Cool Bell would have been IPL bargain

So it is now eight Twenty20 wins on the trot for England, a world record, if that means anything given the short history of Twenty20 internationals.

How have they done it? Staying cool would have to be the number one reason. Coolness is contagious. It comes from the top – from the captain and the coach – and courses throughout the team.

Ian Bell personifies it. Few players look as calm as him in the middle despite being about to be on the receiving end of a 90mph missile.

He made only 27 runs from 17 balls in Adelaide, in the first of two Twenty20 internationals against Australia, after being dropped first ball, but it said enough to suggest that England should open with him in all forms of one-day cricket.

It is not just because he is in the form of his life. It is also because he hits classic orthodox shots, with added power, to beat the infield. That’s all you need at the beginning of a one-day international with the field up.

Pinch-hitting is so 1990s. If you doubt that, check the statistics for last year’s Indian Premier League. The leading run-scorer was none other than a certain Sachin Tendulkar. And do you know how many sixes he hit in a tally of more than 600 runs? Three, that’s all.

He dealt exclusively in driving and clipping, keeping the ball almost exclusively on the deck with classic shots. The way Bell is playing right now is a little reminiscent of The Little Master. Neat, compact, immaculate. Technically as perfect as it’s possible to get.

Add the positive mindset – thinking attack first and defend second – and you have the ideal batsman for one-day cricket. He doesn’t need improvisation or slogging. The pocket genius Eoin Morgan can provide that (and did at Adelaide with a sparkling match-seizing cameo).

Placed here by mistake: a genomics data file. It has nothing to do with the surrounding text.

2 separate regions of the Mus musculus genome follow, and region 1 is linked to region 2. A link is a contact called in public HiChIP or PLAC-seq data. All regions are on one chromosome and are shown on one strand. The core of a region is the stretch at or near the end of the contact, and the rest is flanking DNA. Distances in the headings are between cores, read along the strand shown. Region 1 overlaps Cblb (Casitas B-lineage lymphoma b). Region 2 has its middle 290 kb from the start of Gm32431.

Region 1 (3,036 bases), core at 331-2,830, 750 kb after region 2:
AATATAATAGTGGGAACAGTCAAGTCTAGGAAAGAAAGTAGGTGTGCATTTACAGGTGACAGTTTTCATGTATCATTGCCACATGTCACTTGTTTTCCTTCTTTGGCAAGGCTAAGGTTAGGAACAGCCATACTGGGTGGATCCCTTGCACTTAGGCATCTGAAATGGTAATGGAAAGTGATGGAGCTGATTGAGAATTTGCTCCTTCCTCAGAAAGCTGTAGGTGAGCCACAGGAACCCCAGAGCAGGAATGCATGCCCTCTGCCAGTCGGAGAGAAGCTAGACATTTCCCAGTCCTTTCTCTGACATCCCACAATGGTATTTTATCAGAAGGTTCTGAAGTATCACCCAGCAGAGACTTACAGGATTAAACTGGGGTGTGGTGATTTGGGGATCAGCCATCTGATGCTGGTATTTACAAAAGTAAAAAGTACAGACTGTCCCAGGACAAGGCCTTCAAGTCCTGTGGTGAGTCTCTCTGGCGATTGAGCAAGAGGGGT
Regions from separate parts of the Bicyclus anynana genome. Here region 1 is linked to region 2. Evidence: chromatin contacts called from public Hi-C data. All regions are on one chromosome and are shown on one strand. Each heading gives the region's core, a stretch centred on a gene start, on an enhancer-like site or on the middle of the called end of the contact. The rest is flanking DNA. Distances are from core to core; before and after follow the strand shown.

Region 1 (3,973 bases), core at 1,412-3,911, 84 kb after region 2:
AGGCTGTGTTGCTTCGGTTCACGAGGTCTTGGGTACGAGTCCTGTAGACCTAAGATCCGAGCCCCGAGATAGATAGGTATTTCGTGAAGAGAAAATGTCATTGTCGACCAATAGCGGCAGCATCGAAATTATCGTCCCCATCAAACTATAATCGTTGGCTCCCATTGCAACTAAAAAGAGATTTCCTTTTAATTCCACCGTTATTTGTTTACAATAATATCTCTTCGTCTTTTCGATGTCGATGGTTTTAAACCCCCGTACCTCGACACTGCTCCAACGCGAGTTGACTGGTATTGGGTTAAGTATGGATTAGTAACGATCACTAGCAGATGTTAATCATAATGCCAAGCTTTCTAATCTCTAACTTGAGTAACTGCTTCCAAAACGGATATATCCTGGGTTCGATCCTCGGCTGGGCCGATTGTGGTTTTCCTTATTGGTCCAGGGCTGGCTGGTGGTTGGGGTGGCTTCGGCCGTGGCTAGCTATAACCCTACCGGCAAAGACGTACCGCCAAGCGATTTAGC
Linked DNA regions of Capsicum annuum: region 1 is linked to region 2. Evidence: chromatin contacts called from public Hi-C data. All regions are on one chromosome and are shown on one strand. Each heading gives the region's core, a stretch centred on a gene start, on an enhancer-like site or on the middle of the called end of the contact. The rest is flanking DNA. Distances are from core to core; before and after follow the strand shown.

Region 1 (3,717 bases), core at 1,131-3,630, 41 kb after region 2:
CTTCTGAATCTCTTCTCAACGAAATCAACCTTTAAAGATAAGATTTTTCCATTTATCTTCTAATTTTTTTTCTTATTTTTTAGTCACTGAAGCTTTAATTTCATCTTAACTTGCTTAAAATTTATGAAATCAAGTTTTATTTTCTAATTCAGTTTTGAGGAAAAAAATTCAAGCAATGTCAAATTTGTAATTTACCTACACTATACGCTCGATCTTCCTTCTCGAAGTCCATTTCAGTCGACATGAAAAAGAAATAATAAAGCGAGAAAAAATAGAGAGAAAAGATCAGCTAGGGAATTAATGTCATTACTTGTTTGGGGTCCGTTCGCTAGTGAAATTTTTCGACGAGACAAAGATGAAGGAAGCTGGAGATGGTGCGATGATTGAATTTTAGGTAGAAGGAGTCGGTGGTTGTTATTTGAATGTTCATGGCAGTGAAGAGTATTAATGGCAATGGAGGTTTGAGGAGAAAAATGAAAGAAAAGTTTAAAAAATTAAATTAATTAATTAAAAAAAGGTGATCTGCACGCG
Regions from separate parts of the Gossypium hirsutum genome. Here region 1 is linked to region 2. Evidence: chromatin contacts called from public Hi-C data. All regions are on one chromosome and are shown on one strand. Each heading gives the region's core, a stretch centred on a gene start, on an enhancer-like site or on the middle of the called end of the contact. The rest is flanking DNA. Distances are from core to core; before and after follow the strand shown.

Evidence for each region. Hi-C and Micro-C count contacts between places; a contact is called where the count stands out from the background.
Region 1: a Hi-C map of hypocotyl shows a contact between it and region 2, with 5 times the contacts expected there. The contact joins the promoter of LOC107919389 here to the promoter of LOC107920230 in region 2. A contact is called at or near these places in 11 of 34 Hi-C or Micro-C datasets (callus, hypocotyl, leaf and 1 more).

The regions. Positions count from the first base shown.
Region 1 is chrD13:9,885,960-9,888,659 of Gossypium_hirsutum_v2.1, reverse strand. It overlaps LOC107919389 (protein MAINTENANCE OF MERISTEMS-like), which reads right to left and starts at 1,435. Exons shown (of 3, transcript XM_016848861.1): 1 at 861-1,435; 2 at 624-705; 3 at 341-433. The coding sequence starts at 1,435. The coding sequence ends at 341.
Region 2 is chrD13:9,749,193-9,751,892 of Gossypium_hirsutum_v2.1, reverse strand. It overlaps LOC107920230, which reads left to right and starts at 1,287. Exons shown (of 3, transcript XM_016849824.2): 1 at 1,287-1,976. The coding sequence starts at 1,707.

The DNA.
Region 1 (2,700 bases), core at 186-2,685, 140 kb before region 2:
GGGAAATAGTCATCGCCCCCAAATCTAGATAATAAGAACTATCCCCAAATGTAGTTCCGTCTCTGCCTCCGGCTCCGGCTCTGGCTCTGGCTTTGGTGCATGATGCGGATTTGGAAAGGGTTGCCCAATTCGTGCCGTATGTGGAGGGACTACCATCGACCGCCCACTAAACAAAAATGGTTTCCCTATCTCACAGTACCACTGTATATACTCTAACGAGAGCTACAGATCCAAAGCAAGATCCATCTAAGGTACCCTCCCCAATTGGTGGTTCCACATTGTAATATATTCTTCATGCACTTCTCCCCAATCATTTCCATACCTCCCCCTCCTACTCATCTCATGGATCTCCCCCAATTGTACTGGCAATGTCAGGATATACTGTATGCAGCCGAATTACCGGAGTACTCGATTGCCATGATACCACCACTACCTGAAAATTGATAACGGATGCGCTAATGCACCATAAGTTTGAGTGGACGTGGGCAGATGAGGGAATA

Opening up, Bell caressed a couple of drives, there was a creamy clip off his legs, a pull and a brilliant uppercut, using the whole of his body to lift a Shaun Tait bouncer over third man for six. England were flying along at 10 an over.

It set the tone for a cool, superbly-timed run chase. Even at the end, following a sloppy collapse, England’s last pair – relative novices Chris Woakes and Ajmal Shahzad – looked calm and composed. It is amazing how confidence within a squad is infectious.

Bell always had the ability of course. We could all see that. It was just that sometimes he couldn’t see it himself. He didn’t totally feel he belonged at the pinnacle of the game.

Now he believes he does and you can see that in his poise at the crease and his certainty of stroke. The defence is watertight, the footwork decisive, the bat comes through in the most delicious arc and the ball flies off it as if shot from a gun.

There were strokes in that century in Sydney, when he executed a drive during the final Ashes Test, when the ball seemed to leave a vapour trail across the outfield and Bell just rested contentedly on his bat as he watched them go.

I guess we are going to see that a lot more in the next few weeks if England stick to their perspicacious selections and keep opening with him. Shame on all those IPL teams for not picking up Bell for £100,000 or so. They missed the bargain of the year.

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